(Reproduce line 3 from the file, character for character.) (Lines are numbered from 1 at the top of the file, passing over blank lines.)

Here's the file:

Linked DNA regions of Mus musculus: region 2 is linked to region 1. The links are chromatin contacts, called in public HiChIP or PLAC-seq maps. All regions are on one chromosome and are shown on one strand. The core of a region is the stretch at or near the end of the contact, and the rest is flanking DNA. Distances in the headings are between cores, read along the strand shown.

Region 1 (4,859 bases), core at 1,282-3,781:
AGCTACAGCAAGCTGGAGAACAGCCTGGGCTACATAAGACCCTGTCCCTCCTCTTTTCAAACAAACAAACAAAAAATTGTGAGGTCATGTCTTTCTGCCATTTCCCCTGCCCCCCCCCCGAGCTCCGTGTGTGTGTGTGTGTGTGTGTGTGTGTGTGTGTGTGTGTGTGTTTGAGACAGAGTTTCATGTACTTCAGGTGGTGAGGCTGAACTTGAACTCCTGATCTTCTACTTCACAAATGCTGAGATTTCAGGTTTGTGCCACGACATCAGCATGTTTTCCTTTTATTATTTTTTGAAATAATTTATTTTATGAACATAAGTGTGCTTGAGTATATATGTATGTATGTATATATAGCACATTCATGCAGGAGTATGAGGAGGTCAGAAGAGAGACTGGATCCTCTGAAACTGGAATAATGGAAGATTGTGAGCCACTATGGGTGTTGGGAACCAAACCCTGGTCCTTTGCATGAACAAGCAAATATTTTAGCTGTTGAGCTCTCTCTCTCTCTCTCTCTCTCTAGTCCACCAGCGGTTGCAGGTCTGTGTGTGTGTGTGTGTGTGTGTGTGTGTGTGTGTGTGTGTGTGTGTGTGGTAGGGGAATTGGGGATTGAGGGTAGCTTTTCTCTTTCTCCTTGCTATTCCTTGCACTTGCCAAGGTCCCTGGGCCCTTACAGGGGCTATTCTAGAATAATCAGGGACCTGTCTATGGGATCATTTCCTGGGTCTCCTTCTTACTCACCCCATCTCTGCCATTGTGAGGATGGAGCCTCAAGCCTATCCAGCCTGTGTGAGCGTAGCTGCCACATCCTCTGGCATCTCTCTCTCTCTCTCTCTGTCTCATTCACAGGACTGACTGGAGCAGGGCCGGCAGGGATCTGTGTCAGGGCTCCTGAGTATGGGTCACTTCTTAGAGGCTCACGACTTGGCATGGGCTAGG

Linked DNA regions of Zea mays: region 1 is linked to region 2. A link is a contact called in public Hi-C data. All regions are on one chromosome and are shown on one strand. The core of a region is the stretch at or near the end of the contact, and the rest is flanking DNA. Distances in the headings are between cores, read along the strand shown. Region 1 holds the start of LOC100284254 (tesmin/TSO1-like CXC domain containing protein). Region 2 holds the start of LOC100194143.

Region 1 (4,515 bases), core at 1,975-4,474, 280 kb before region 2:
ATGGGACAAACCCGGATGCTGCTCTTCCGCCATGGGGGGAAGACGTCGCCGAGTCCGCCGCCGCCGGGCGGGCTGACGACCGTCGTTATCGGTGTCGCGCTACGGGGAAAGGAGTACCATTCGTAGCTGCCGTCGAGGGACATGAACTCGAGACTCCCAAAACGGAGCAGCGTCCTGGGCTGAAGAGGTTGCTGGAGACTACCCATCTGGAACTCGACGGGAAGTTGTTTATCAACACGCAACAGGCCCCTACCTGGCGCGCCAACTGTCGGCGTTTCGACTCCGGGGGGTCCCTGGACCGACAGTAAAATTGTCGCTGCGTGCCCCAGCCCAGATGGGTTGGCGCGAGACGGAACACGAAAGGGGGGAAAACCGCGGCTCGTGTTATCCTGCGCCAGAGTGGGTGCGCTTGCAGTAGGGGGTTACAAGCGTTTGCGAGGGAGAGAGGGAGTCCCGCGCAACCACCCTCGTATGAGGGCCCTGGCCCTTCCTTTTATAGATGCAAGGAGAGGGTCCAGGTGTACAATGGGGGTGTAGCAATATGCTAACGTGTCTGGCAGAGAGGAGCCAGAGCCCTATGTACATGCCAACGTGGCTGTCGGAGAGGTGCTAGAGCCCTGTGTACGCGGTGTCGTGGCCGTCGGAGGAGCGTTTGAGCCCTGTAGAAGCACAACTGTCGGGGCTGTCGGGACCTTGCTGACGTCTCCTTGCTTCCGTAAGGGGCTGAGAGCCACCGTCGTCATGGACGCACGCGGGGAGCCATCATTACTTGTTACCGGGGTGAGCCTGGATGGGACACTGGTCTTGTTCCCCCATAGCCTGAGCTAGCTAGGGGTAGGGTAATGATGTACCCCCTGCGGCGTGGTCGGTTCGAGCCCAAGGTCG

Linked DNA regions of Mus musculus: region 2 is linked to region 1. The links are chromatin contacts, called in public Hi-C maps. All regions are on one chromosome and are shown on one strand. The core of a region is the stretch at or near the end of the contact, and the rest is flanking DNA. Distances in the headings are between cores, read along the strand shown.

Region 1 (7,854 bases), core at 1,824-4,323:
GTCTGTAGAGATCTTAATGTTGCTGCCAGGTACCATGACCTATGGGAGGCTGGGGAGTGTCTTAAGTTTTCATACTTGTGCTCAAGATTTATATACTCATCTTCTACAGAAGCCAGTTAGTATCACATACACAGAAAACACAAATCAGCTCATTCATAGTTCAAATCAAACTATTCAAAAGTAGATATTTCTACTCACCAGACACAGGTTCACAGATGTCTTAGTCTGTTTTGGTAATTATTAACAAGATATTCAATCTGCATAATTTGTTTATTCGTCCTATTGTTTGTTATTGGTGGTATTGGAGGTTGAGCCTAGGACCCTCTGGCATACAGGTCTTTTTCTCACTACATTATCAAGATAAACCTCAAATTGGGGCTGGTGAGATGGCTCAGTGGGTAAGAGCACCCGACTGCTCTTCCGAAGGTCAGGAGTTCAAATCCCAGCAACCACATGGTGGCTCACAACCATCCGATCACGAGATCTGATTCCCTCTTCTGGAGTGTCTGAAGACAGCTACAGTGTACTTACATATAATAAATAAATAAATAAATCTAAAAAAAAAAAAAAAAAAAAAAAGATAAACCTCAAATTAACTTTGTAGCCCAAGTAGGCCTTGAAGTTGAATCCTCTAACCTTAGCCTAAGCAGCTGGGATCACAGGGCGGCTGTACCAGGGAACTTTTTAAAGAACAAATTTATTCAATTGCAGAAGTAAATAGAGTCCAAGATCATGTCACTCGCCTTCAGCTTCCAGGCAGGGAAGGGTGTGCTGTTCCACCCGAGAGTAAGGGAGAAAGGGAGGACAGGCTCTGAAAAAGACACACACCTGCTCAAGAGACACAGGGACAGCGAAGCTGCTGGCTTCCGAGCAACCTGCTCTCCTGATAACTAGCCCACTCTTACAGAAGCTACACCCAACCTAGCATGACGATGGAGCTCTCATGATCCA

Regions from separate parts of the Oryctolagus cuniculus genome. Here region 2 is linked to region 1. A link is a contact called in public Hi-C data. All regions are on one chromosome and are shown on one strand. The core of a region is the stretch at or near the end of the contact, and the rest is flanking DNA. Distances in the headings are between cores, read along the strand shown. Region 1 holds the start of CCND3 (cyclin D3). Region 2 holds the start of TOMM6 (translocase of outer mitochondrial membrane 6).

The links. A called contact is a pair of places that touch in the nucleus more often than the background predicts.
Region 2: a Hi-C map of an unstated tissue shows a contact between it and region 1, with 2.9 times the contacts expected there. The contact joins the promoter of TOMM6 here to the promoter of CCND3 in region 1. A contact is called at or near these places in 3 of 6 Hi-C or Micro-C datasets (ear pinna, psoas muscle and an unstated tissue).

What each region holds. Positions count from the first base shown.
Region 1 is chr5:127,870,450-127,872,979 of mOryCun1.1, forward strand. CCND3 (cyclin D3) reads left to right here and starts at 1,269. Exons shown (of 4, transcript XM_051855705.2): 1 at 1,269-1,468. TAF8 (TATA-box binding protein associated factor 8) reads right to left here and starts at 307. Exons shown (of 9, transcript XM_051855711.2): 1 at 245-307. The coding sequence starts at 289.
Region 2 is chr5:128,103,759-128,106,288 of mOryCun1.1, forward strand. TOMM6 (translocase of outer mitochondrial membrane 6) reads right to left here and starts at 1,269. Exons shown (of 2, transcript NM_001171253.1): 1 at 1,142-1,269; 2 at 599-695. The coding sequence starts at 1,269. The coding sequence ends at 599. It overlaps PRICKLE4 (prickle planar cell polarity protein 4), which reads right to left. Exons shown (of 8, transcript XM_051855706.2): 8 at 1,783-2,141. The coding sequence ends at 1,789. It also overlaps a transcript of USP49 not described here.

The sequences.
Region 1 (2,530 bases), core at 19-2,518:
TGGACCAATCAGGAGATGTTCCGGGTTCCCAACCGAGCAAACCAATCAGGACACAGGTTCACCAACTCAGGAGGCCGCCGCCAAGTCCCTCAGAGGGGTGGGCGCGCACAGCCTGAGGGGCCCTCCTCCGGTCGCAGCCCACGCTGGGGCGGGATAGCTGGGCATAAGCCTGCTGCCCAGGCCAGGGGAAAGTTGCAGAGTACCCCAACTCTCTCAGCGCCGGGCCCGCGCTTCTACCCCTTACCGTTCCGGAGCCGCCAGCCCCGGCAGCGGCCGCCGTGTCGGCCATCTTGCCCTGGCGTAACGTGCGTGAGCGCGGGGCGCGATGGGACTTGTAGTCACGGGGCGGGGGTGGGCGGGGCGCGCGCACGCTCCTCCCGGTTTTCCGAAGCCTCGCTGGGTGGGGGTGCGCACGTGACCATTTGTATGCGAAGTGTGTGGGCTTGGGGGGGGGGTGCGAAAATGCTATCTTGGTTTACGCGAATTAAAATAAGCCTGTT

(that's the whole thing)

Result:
AGCTACAGCAAGCTGGAGAACAGCCTGGGCTACATAAGACCCTGTCCCTCCTCTTTTCAAACAAACAAACAAAAAATTGTGAGGTCATGTCTTTCTGCCATTTCCCCTGCCCCCCCCCCGAGCTCCGTGTGTGTGTGTGTGTGTGTGTGTGTGTGTGTGTGTGTGTGTGTTTGAGACAGAGTTTCATGTACTTCAGGTGGTGAGGCTGAACTTGAACTCCTGATCTTCTACTTCACAAATGCTGAGATTTCAGGTTTGTGCCACGACATCAGCATGTTTTCCTTTTATTATTTTTTGAAATAATTTATTTTATGAACATAAGTGTGCTTGAGTATATATGTATGTATGTATATATAGCACATTCATGCAGGAGTATGAGGAGGTCAGAAGAGAGACTGGATCCTCTGAAACTGGAATAATGGAAGATTGTGAGCCACTATGGGTGTTGGGAACCAAACCCTGGTCCTTTGCATGAACAAGCAAATATTTTAGCTGTTGAGCTCTCTCTCTCTCTCTCTCTCTCTAGTCCACCAGCGGTTGCAGGTCTGTGTGTGTGTGTGTGTGTGTGTGTGTGTGTGTGTGTGTGTGTGTGTGTGGTAGGGGAATTGGGGATTGAGGGTAGCTTTTCTCTTTCTCCTTGCTATTCCTTGCACTTGCCAAGGTCCCTGGGCCCTTACAGGGGCTATTCTAGAATAATCAGGGACCTGTCTATGGGATCATTTCCTGGGTCTCCTTCTTACTCACCCCATCTCTGCCATTGTGAGGATGGAGCCTCAAGCCTATCCAGCCTGTGTGAGCGTAGCTGCCACATCCTCTGGCATCTCTCTCTCTCTCTCTCTGTCTCATTCACAGGACTGACTGGAGCAGGGCCGGCAGGGATCTGTGTCAGGGCTCCTGAGTATGGGTCACTTCTTAGAGGCTCACGACTTGGCATGGGCTAGG